NIH/National Institute of Allergy and Infectious Diseases

Public Release: 19-Apr-2016
PLOS Neglected Tropical Diseases
Scientists describe new research model to enhance Zika virus research
Researchers at the University of Wisconsin-Madison School of Veterinary Medicine have developed one of the first mouse models for the study of Zika virus. The model will allow researchers to better understand how the virus causes disease and aid in the development of antiviral compounds and vaccines.

Contact: Matthew Aliota
University of Wisconsin-Madison

Public Release: 19-Apr-2016
Association for Chemoreception Sciences (AChemS) 38th Annual Meeting
A small dose of E. coli wall has big impact on the sweet tooth
Putting just a tiny piece of the wall of detoxified E. coli into their gut make mice lose their natural sweet tooth, researchers report.

Contact: Toni Baker
Medical College of Georgia at Augusta University

Public Release: 19-Apr-2016
PLOS Medicine
Clinical trial for experimental Ebola drug publishes results
Results of the Wellcome Trust funded trial of the experimental anti-Ebola drug TKM-130803 published in PLOS Medicine. Using a novel approach designed to get rapid indications of a drug's effectiveness, the trial showed that at the dose given the drug did not improve survival compared to historic controls.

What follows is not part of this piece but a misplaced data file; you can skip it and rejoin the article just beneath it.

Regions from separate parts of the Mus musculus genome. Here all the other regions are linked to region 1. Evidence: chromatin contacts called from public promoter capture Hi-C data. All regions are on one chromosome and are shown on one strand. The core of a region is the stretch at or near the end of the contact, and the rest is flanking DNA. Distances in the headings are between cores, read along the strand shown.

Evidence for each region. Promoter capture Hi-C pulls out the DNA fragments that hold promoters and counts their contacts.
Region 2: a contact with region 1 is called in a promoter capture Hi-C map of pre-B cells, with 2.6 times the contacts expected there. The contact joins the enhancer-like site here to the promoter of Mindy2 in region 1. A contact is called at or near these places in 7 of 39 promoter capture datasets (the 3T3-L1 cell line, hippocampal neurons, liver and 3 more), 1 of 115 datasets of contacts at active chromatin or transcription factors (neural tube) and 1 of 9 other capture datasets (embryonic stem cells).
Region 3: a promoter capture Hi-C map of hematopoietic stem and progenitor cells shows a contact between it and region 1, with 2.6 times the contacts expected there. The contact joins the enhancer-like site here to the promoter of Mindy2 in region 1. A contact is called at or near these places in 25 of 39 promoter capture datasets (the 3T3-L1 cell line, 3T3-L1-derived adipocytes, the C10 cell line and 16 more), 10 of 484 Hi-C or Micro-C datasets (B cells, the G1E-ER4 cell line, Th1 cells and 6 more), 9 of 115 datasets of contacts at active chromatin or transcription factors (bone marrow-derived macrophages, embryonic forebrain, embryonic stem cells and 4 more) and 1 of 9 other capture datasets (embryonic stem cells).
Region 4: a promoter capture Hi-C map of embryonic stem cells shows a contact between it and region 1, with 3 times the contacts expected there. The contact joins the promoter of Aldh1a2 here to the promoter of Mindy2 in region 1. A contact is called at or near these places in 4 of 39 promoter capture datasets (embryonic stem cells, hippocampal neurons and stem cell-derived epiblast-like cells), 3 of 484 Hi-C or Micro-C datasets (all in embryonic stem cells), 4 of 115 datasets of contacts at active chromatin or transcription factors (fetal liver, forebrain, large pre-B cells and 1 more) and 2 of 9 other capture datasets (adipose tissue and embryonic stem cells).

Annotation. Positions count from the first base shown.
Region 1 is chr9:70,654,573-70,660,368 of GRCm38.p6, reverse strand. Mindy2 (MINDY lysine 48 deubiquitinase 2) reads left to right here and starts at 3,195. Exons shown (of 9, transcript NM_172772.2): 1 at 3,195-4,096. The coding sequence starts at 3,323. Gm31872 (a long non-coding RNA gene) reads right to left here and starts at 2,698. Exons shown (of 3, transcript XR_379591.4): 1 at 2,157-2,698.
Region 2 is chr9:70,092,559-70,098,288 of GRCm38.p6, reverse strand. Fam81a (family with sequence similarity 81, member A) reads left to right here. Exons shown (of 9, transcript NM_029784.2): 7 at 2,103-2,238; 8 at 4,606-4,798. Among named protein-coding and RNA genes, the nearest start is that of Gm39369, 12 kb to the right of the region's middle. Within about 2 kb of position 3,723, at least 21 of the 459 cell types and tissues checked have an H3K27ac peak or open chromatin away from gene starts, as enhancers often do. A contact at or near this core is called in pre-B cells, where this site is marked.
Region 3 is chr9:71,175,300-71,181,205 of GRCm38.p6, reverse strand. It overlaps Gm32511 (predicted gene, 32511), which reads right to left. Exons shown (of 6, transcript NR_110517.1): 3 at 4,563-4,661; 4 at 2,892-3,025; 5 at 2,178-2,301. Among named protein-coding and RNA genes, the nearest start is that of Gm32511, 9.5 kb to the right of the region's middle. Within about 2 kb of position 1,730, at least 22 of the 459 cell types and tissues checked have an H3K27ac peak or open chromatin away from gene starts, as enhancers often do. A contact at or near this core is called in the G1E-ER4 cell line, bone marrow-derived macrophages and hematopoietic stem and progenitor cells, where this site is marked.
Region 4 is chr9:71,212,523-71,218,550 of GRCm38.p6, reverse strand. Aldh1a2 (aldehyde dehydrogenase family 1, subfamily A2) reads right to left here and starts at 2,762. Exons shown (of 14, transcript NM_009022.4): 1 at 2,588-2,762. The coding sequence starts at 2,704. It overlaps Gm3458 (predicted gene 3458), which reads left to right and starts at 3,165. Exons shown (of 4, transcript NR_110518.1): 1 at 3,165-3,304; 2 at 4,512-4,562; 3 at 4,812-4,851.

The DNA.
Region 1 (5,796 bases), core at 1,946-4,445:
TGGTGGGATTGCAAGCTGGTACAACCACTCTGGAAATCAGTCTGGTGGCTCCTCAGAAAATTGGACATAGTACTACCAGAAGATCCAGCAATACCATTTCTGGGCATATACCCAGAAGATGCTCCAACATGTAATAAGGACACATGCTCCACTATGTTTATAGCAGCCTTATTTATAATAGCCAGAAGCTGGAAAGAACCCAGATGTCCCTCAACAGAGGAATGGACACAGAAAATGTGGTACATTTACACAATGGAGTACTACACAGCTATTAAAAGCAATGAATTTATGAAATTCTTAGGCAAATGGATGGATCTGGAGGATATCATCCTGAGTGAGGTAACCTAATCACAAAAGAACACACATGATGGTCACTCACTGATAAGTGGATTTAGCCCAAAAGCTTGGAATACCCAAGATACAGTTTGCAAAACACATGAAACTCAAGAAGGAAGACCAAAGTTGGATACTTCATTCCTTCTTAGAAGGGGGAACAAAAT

Wellcome Trust

Contact: Tom Calver
University of Oxford

Public Release: 19-Apr-2016
Study examines safety, immune response of candidate Ebola vaccines
In a study appearing in the April 19, 2016 issue of JAMA, Matthew D. Snape, F.R.C.P.C.H., M.D., of the University of Oxford, United Kingdom, and colleagues conducted a phase 1 trial to evaluate the tolerability and immunogenicity of two candidate Ebola vaccines, an adenovirus type 26 vector vaccine (Ad26.ZEBOV), and a modified Ankara vector vaccine (MVA-BN-Filo).

Contact: Matthew D. Snape, F.R.C.P.C.H., M.D.
The JAMA Network Journals

Public Release: 19-Apr-2016
Report: Stagnant US funding for tools against disease threats leaves world at serious risk